A woman casts her ballot in the riding of Vaudreuil-Soulanges, west of Montreal, on election day on October 19, 2015. Courts in Quebec and British Columbia have ordered recounts in two ridings where the runners-up are hoping a review could snatch victories from the jaws of every-so-narrow losses. THE CANADIAN PRESS IMAGES/Graham Hughes

A woman casts her ballot in the riding of Vaudreuil-Soulanges, west of Montreal, on election day on October 19, 2015. Courts in Quebec and British Columbia have ordered recounts in two ridings where the runners-up are hoping a review could snatch victories from the jaws of every-so-narrow losses. THE CANADIAN PRESS IMAGES/Graham Hughes

Recounts ordered in B.C., Quebec ridings after narrow federal election results

Recounts will take place over three days next week

Three judicial recounts are taking place next week in ridings where runners-up in last month’s federal election are hoping a court-ordered review will snatch victory from the jaws of ever-so-narrow defeat.

Courts in Quebec and B.C. have made the orders after hearing challenges to the results of the Oct. 21 vote; the recounts will take place over three days next week.

First will be Monday in Montreal over the results in the city’s riding of Hochelaga, where Liberal Soraya Martinez Ferrada bested Bloc candidate Simon Marchand by 328 votes.

A Bloc Quebecois source who was not authorized to speak publicly previously told The Canadian Press there were discrepancies between the final result and the number of votes counted in the ballot boxes, which is why the party contested the results.

On Tuesday, ballots will be recounted in the riding of Quebec after a provincial judge ordered the review on Friday. Liberal cabinet minister Jean-Yves Duclos won re-election by 325 votes over Bloc candidate Christiane Gagnon.

LIVE MAP: Results in Canada’s 2019 federal election

And then on Wednesday, a recount will take place in the B.C. riding of Port Moody—Coquitlam, where NDP hopeful Bonita Zarrillo lost to Conservative Nelly Shin by just 153 votes.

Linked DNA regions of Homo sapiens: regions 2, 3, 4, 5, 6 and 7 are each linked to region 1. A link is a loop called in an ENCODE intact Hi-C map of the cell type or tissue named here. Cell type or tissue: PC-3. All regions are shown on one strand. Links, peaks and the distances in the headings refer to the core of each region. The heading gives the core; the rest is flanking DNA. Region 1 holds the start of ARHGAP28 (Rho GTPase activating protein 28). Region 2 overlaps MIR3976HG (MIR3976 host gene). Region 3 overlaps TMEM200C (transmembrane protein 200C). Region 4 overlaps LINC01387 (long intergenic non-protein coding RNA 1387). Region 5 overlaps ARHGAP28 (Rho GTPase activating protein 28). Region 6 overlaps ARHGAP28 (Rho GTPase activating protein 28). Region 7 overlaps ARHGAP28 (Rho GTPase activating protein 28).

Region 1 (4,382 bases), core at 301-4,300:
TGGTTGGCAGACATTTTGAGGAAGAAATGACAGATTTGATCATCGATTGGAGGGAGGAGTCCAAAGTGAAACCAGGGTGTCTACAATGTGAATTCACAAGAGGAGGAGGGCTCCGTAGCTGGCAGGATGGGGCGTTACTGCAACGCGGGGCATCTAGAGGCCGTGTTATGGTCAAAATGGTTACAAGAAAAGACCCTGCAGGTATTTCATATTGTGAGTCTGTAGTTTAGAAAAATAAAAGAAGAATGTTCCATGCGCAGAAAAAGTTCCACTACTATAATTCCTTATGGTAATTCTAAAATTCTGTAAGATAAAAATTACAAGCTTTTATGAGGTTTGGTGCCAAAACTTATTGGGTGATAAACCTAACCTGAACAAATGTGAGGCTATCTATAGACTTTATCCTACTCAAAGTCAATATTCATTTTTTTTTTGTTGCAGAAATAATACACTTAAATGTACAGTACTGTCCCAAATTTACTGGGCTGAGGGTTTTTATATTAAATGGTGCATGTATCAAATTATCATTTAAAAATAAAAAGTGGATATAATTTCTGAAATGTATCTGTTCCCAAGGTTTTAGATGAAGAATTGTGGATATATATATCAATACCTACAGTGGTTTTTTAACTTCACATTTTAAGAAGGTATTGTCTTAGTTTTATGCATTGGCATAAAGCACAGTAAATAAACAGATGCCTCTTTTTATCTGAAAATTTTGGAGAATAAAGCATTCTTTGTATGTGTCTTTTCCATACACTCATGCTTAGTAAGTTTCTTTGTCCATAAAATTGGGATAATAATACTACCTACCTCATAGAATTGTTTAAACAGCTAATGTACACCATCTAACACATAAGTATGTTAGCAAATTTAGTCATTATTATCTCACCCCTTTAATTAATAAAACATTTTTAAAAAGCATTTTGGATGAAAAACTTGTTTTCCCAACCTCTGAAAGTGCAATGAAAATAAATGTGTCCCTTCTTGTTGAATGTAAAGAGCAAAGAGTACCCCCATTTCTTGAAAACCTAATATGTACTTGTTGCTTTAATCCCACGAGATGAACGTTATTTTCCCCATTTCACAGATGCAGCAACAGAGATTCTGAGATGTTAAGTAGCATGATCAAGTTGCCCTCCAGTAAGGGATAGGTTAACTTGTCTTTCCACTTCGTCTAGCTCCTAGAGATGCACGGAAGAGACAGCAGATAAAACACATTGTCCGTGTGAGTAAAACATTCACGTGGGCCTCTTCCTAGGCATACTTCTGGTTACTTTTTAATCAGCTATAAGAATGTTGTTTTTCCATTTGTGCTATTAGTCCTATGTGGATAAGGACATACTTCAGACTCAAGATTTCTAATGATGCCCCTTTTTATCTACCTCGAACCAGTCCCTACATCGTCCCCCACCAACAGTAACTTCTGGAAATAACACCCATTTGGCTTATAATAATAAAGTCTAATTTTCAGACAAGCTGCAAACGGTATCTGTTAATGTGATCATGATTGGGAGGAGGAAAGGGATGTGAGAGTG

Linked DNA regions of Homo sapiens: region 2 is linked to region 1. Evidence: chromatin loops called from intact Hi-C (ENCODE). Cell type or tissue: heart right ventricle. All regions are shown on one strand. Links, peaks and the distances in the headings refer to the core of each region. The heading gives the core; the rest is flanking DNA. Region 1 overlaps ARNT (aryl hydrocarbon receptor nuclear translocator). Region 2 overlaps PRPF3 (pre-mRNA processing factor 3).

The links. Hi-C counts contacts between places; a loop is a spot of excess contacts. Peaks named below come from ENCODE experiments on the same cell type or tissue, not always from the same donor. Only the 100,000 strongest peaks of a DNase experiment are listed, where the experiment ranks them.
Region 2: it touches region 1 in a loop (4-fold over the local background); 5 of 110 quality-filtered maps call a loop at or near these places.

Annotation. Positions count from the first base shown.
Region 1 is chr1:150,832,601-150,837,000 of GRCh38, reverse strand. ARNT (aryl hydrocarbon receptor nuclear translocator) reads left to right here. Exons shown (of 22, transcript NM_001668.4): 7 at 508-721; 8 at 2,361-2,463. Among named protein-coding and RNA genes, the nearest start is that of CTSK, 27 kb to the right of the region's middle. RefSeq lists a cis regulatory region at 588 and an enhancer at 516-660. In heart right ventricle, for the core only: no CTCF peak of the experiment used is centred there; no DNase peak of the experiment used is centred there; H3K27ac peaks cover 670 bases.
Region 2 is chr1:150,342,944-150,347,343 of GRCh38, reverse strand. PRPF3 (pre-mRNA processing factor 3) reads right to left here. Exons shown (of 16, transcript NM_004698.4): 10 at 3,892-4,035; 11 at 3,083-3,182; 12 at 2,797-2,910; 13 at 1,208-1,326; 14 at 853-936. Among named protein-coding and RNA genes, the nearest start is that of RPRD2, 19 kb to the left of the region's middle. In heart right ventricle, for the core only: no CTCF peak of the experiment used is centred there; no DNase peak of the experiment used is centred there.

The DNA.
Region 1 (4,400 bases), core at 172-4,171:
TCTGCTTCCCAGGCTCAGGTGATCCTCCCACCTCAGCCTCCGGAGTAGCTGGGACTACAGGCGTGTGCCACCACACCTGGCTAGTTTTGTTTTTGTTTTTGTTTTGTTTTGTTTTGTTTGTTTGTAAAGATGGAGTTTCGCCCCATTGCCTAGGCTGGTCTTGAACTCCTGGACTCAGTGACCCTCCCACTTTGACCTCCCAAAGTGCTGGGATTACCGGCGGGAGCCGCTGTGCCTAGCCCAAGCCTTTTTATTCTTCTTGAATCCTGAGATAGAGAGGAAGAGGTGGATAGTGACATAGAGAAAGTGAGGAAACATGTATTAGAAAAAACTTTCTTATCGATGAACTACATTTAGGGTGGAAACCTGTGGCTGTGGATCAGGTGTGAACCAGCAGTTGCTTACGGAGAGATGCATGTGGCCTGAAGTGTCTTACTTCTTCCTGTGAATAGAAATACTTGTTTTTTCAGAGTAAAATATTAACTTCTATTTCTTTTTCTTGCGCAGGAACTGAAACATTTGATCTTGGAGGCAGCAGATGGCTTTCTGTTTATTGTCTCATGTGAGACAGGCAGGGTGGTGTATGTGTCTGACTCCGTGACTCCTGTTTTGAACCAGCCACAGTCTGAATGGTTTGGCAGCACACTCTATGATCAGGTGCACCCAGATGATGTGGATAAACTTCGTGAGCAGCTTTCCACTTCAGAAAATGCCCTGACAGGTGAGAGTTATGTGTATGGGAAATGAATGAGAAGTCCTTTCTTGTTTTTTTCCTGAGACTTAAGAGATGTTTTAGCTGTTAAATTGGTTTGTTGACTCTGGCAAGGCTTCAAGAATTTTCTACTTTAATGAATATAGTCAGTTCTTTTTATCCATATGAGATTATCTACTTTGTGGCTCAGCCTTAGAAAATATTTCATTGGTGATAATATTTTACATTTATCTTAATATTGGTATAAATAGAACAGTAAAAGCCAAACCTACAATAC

The New Democrats argued that there were 516 rejected ballots — an unusually high number — along with evidence of a counting error in one poll and more than 250 unaccounted ballots. Combined, the party believed a judicial review was warranted.

Elections Canada will publish the results online.

Overturning any of the results wouldn’t change the overall outcome from the election, where the Liberals won a plurality of seats in the House of Commons, but failed to earn a majority. Nor would the Conservatives be bumped from their spot as official Opposition.

The Canadian Press

Like us on Facebook and follow us on Twitter.

Just Posted

Residents line up outside the Vernon Recreation Complex for their COVID-19 vaccine Saturday, June 5. (Jennifer Smith - Morning Star)
No appointments necessary for first dose COVID-19 vaccine: Interior Health

People can just show up at clinics, register on the spot and get the shot

From left: Councillor Lucy Taylor, Councillor Barry Banford, Councillor Bill Haring, Mayor Merlin Blackwell, Councillor Lynne Frizzle, Councillor Lyle Mckenzie and Councillor Shelley Sim. (District of Clearwater photo)
Intersections in Weyerhaeuser community could soon see some changes

A four-way stop and assessment are planned for two intersections in the community.

File photo
Encounter with suspicious man has Vavenby mother concerned